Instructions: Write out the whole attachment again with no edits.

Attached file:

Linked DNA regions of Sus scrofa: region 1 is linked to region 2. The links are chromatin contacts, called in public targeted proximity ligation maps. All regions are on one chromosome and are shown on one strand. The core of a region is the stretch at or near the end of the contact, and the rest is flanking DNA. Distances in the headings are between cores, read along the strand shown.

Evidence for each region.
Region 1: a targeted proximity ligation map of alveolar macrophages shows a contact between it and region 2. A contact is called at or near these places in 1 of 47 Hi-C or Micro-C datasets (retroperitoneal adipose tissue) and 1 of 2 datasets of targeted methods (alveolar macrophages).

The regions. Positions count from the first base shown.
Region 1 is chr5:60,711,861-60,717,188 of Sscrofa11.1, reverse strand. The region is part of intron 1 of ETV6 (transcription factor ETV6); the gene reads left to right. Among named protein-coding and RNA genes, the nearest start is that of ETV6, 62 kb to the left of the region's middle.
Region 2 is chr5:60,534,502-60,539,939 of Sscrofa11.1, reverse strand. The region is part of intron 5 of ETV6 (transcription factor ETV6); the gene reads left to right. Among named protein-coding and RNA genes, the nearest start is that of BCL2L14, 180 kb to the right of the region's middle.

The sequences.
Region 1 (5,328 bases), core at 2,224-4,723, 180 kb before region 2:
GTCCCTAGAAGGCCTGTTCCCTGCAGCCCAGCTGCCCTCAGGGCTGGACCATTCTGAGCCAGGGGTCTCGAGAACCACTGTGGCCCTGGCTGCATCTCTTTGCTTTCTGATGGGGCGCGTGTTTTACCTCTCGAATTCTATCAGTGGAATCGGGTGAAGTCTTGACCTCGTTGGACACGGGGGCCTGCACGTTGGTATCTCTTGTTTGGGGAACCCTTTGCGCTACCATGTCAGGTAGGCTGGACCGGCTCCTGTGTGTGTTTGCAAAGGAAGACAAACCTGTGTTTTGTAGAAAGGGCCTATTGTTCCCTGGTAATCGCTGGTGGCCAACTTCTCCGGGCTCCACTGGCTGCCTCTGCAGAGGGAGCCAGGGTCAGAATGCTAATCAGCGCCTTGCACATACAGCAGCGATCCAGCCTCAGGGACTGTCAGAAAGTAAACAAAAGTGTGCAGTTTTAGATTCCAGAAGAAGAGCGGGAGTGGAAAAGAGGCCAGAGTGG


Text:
Linked DNA regions of Sus scrofa: region 1 is linked to region 2. The links are chromatin contacts, called in public targeted proximity ligation maps. All regions are on one chromosome and are shown on one strand. The core of a region is the stretch at or near the end of the contact, and the rest is flanking DNA. Distances in the headings are between cores, read along the strand shown.

Evidence for each region.
Region 1: a targeted proximity ligation map of alveolar macrophages shows a contact between it and region 2. A contact is called at or near these places in 1 of 47 Hi-C or Micro-C datasets (retroperitoneal adipose tissue) and 1 of 2 datasets of targeted methods (alveolar macrophages).

The regions. Positions count from the first base shown.
Region 1 is chr5:60,711,861-60,717,188 of Sscrofa11.1, reverse strand. The region is part of intron 1 of ETV6 (transcription factor ETV6); the gene reads left to right. Among named protein-coding and RNA genes, the nearest start is that of ETV6, 62 kb to the left of the region's middle.
Region 2 is chr5:60,534,502-60,539,939 of Sscrofa11.1, reverse strand. The region is part of intron 5 of ETV6 (transcription factor ETV6); the gene reads left to right. Among named protein-coding and RNA genes, the nearest start is that of BCL2L14, 180 kb to the right of the region's middle.

The sequences.
Region 1 (5,328 bases), core at 2,224-4,723, 180 kb before region 2:
GTCCCTAGAAGGCCTGTTCCCTGCAGCCCAGCTGCCCTCAGGGCTGGACCATTCTGAGCCAGGGGTCTCGAGAACCACTGTGGCCCTGGCTGCATCTCTTTGCTTTCTGATGGGGCGCGTGTTTTACCTCTCGAATTCTATCAGTGGAATCGGGTGAAGTCTTGACCTCGTTGGACACGGGGGCCTGCACGTTGGTATCTCTTGTTTGGGGAACCCTTTGCGCTACCATGTCAGGTAGGCTGGACCGGCTCCTGTGTGTGTTTGCAAAGGAAGACAAACCTGTGTTTTGTAGAAAGGGCCTATTGTTCCCTGGTAATCGCTGGTGGCCAACTTCTCCGGGCTCCACTGGCTGCCTCTGCAGAGGGAGCCAGGGTCAGAATGCTAATCAGCGCCTTGCACATACAGCAGCGATCCAGCCTCAGGGACTGTCAGAAAGTAAACAAAAGTGTGCAGTTTTAGATTCCAGAAGAAGAGCGGGAGTGGAAAAGAGGCCAGAGTGG